the sun shining the the stained glass in the evening, making what looked like a rose pattern on the tile floor
rose petals around the tomb
a smoke filled narthex so thick it would make one cough
Church bells
Psalms being canted
lamentations sung
Ancient hymns
tears on faces
tired bodies
lentil soup and homemade bread
kids running in the fellowship hall
Altoids in the choir loft
six hours of Church and yes we survived
worship as it ought to be and wishing my flesh and my bones did not protest with aches and fatigue and a wandering mind
crying tired children
wailing babies and I'm glad they arent' mine
noticing a well worn prayer rope on someone's arm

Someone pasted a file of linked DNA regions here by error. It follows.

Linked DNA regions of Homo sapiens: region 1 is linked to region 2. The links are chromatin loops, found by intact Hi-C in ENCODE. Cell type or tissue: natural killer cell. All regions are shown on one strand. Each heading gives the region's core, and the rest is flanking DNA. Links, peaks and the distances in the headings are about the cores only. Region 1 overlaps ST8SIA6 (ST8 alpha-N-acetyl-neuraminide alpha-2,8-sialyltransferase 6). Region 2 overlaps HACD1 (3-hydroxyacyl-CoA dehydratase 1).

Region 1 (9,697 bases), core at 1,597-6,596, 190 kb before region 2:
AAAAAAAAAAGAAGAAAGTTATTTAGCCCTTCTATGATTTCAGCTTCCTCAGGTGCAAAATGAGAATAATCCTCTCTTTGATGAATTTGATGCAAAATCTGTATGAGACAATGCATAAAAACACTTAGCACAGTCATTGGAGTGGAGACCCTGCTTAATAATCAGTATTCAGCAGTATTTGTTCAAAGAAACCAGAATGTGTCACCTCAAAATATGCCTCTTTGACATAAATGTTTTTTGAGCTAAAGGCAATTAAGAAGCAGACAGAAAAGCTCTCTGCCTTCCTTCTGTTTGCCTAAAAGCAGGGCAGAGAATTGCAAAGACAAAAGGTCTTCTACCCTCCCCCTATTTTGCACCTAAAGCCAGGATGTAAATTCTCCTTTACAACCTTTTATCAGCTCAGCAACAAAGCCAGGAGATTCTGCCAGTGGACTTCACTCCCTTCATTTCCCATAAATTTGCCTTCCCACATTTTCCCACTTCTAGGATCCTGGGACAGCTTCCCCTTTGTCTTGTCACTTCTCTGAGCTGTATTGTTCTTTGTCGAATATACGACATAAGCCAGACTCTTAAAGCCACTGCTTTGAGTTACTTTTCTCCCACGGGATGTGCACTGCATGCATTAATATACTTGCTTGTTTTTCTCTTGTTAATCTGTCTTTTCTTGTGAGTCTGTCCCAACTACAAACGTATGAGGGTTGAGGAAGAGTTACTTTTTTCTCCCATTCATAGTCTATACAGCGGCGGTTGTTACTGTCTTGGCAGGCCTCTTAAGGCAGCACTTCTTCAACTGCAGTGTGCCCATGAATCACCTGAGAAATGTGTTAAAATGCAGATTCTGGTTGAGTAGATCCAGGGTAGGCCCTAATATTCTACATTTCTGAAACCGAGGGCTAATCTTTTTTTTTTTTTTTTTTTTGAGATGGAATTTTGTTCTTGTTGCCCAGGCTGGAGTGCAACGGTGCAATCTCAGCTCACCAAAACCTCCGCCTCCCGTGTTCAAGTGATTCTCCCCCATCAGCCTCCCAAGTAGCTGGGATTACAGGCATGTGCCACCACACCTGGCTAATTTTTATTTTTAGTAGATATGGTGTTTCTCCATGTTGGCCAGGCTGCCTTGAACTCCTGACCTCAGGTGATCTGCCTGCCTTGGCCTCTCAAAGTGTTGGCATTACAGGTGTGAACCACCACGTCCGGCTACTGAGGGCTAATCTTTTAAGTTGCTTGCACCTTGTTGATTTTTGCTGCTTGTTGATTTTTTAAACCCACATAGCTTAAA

Jesus Christ died for my sins, and the sins of all mankind
thinking with sorrow of His suffering and passion
Glory to Thy Passion, O Lord.

Wednesday, April 15, 2009

The Simple Woman's Daybook

FOR TODAY April 15, 2009
Outside my window it's dark outside.
I am thinking that I wish that I had more energy to enjoy the unstinting and unrelenting nature of Orthodox worship.
I am thankful for obedient children.
From the learning rooms...spring break for Holy Week, this week.
From the kitchen...homemade artisan bread, and lentil stew. Pascha cheese in the fridge.
I am wearing...a long embroidered linen natural colored skirt, beige t-shirt, green cardigan.
I am creating...a blog post.
I am liturgy in the morning.
I am reading...blogs. And facebook. I ought to read something more substantial.
I am hoping...oh, lots of things.
I am hearing...the TV, kids getting ready for bed.